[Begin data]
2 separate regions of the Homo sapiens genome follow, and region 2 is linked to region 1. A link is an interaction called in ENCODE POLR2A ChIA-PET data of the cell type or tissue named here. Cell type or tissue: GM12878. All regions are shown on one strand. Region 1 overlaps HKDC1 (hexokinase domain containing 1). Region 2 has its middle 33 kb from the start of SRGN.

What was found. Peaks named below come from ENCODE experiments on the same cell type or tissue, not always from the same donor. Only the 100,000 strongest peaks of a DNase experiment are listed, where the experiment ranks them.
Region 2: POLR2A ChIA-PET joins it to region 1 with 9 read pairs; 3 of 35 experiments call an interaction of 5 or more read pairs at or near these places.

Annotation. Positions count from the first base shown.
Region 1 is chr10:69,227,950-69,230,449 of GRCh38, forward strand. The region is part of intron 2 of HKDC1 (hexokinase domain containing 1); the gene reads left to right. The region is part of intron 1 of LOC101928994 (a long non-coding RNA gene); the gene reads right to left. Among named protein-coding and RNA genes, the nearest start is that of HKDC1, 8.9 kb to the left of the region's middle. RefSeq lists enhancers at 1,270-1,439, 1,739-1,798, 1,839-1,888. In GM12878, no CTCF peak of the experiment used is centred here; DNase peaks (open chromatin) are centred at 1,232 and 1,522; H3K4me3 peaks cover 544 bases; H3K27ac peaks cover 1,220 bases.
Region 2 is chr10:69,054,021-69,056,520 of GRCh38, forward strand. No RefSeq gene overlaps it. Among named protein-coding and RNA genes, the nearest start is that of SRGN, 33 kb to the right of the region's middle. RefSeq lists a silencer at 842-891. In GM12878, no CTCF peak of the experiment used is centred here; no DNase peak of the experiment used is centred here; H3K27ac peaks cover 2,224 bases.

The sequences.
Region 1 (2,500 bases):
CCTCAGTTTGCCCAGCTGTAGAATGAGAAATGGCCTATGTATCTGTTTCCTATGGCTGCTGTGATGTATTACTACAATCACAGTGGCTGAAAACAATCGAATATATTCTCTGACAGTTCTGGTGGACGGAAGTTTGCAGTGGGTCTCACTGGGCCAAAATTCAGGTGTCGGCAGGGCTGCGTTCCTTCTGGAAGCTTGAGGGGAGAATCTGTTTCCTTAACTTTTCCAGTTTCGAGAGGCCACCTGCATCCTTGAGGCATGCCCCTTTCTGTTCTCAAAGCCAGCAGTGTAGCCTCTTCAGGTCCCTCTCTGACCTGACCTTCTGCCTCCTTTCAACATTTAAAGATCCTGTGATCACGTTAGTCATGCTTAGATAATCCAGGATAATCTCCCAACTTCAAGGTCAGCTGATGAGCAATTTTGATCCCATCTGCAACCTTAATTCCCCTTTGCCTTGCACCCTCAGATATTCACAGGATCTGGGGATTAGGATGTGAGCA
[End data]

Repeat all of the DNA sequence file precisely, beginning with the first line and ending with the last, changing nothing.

2 separate regions of the Homo sapiens genome follow, and region 2 is linked to region 1. A link is an interaction called in ENCODE POLR2A ChIA-PET data of the cell type or tissue named here. Cell type or tissue: GM12878. All regions are shown on one strand. Region 1 overlaps HKDC1 (hexokinase domain containing 1). Region 2 has its middle 33 kb from the start of SRGN.

What was found. Peaks named below come from ENCODE experiments on the same cell type or tissue, not always from the same donor. Only the 100,000 strongest peaks of a DNase experiment are listed, where the experiment ranks them.
Region 2: POLR2A ChIA-PET joins it to region 1 with 9 read pairs; 3 of 35 experiments call an interaction of 5 or more read pairs at or near these places.

Annotation. Positions count from the first base shown.
Region 1 is chr10:69,227,950-69,230,449 of GRCh38, forward strand. The region is part of intron 2 of HKDC1 (hexokinase domain containing 1); the gene reads left to right. The region is part of intron 1 of LOC101928994 (a long non-coding RNA gene); the gene reads right to left. Among named protein-coding and RNA genes, the nearest start is that of HKDC1, 8.9 kb to the left of the region's middle. RefSeq lists enhancers at 1,270-1,439, 1,739-1,798, 1,839-1,888. In GM12878, no CTCF peak of the experiment used is centred here; DNase peaks (open chromatin) are centred at 1,232 and 1,522; H3K4me3 peaks cover 544 bases; H3K27ac peaks cover 1,220 bases.
Region 2 is chr10:69,054,021-69,056,520 of GRCh38, forward strand. No RefSeq gene overlaps it. Among named protein-coding and RNA genes, the nearest start is that of SRGN, 33 kb to the right of the region's middle. RefSeq lists a silencer at 842-891. In GM12878, no CTCF peak of the experiment used is centred here; no DNase peak of the experiment used is centred here; H3K27ac peaks cover 2,224 bases.

The sequences.
Region 1 (2,500 bases):
CCTCAGTTTGCCCAGCTGTAGAATGAGAAATGGCCTATGTATCTGTTTCCTATGGCTGCTGTGATGTATTACTACAATCACAGTGGCTGAAAACAATCGAATATATTCTCTGACAGTTCTGGTGGACGGAAGTTTGCAGTGGGTCTCACTGGGCCAAAATTCAGGTGTCGGCAGGGCTGCGTTCCTTCTGGAAGCTTGAGGGGAGAATCTGTTTCCTTAACTTTTCCAGTTTCGAGAGGCCACCTGCATCCTTGAGGCATGCCCCTTTCTGTTCTCAAAGCCAGCAGTGTAGCCTCTTCAGGTCCCTCTCTGACCTGACCTTCTGCCTCCTTTCAACATTTAAAGATCCTGTGATCACGTTAGTCATGCTTAGATAATCCAGGATAATCTCCCAACTTCAAGGTCAGCTGATGAGCAATTTTGATCCCATCTGCAACCTTAATTCCCCTTTGCCTTGCACCCTCAGATATTCACAGGATCTGGGGATTAGGATGTGAGCA